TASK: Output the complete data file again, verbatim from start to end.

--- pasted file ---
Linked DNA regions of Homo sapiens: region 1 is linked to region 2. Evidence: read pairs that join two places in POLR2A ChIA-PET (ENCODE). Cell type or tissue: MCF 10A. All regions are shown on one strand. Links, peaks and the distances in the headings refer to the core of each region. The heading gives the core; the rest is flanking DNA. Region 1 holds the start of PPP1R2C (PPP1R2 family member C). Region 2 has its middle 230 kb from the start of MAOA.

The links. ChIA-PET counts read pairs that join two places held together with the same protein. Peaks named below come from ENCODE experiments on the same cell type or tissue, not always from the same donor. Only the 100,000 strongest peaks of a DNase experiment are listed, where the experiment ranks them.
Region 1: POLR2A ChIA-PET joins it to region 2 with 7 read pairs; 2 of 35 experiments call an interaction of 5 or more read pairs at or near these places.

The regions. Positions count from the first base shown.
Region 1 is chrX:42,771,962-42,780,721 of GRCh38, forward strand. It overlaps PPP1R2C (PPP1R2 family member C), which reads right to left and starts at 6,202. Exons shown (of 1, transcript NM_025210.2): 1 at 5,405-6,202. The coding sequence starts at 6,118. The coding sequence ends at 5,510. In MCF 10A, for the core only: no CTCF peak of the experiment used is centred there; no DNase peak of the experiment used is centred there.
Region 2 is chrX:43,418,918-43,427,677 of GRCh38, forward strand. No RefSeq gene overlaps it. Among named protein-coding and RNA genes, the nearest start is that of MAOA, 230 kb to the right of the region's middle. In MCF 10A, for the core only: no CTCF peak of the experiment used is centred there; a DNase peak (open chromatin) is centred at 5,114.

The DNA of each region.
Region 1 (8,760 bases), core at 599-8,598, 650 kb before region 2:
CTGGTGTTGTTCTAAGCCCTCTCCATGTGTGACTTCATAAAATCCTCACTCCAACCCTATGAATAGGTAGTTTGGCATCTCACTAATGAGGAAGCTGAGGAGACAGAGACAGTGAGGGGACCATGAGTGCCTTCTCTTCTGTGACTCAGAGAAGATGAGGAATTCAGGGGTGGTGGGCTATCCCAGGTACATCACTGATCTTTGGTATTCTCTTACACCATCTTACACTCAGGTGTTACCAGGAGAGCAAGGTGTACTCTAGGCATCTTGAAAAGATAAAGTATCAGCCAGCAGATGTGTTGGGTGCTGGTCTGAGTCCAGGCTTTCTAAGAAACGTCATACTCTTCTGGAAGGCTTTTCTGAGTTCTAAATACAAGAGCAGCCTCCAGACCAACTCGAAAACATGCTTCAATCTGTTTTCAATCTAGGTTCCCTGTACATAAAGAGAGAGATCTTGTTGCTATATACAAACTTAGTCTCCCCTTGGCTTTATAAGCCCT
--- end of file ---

Linked DNA regions of Homo sapiens: region 1 is linked to region 2. Evidence: read pairs that join two places in POLR2A ChIA-PET (ENCODE). Cell type or tissue: MCF 10A. All regions are shown on one strand. Links, peaks and the distances in the headings refer to the core of each region. The heading gives the core; the rest is flanking DNA. Region 1 holds the start of PPP1R2C (PPP1R2 family member C). Region 2 has its middle 230 kb from the start of MAOA.

The links. ChIA-PET counts read pairs that join two places held together with the same protein. Peaks named below come from ENCODE experiments on the same cell type or tissue, not always from the same donor. Only the 100,000 strongest peaks of a DNase experiment are listed, where the experiment ranks them.
Region 1: POLR2A ChIA-PET joins it to region 2 with 7 read pairs; 2 of 35 experiments call an interaction of 5 or more read pairs at or near these places.

The regions. Positions count from the first base shown.
Region 1 is chrX:42,771,962-42,780,721 of GRCh38, forward strand. It overlaps PPP1R2C (PPP1R2 family member C), which reads right to left and starts at 6,202. Exons shown (of 1, transcript NM_025210.2): 1 at 5,405-6,202. The coding sequence starts at 6,118. The coding sequence ends at 5,510. In MCF 10A, for the core only: no CTCF peak of the experiment used is centred there; no DNase peak of the experiment used is centred there.
Region 2 is chrX:43,418,918-43,427,677 of GRCh38, forward strand. No RefSeq gene overlaps it. Among named protein-coding and RNA genes, the nearest start is that of MAOA, 230 kb to the right of the region's middle. In MCF 10A, for the core only: no CTCF peak of the experiment used is centred there; a DNase peak (open chromatin) is centred at 5,114.

The DNA of each region.
Region 1 (8,760 bases), core at 599-8,598, 650 kb before region 2:
CTGGTGTTGTTCTAAGCCCTCTCCATGTGTGACTTCATAAAATCCTCACTCCAACCCTATGAATAGGTAGTTTGGCATCTCACTAATGAGGAAGCTGAGGAGACAGAGACAGTGAGGGGACCATGAGTGCCTTCTCTTCTGTGACTCAGAGAAGATGAGGAATTCAGGGGTGGTGGGCTATCCCAGGTACATCACTGATCTTTGGTATTCTCTTACACCATCTTACACTCAGGTGTTACCAGGAGAGCAAGGTGTACTCTAGGCATCTTGAAAAGATAAAGTATCAGCCAGCAGATGTGTTGGGTGCTGGTCTGAGTCCAGGCTTTCTAAGAAACGTCATACTCTTCTGGAAGGCTTTTCTGAGTTCTAAATACAAGAGCAGCCTCCAGACCAACTCGAAAACATGCTTCAATCTGTTTTCAATCTAGGTTCCCTGTACATAAAGAGAGAGATCTTGTTGCTATATACAAACTTAGTCTCCCCTTGGCTTTATAAGCCCT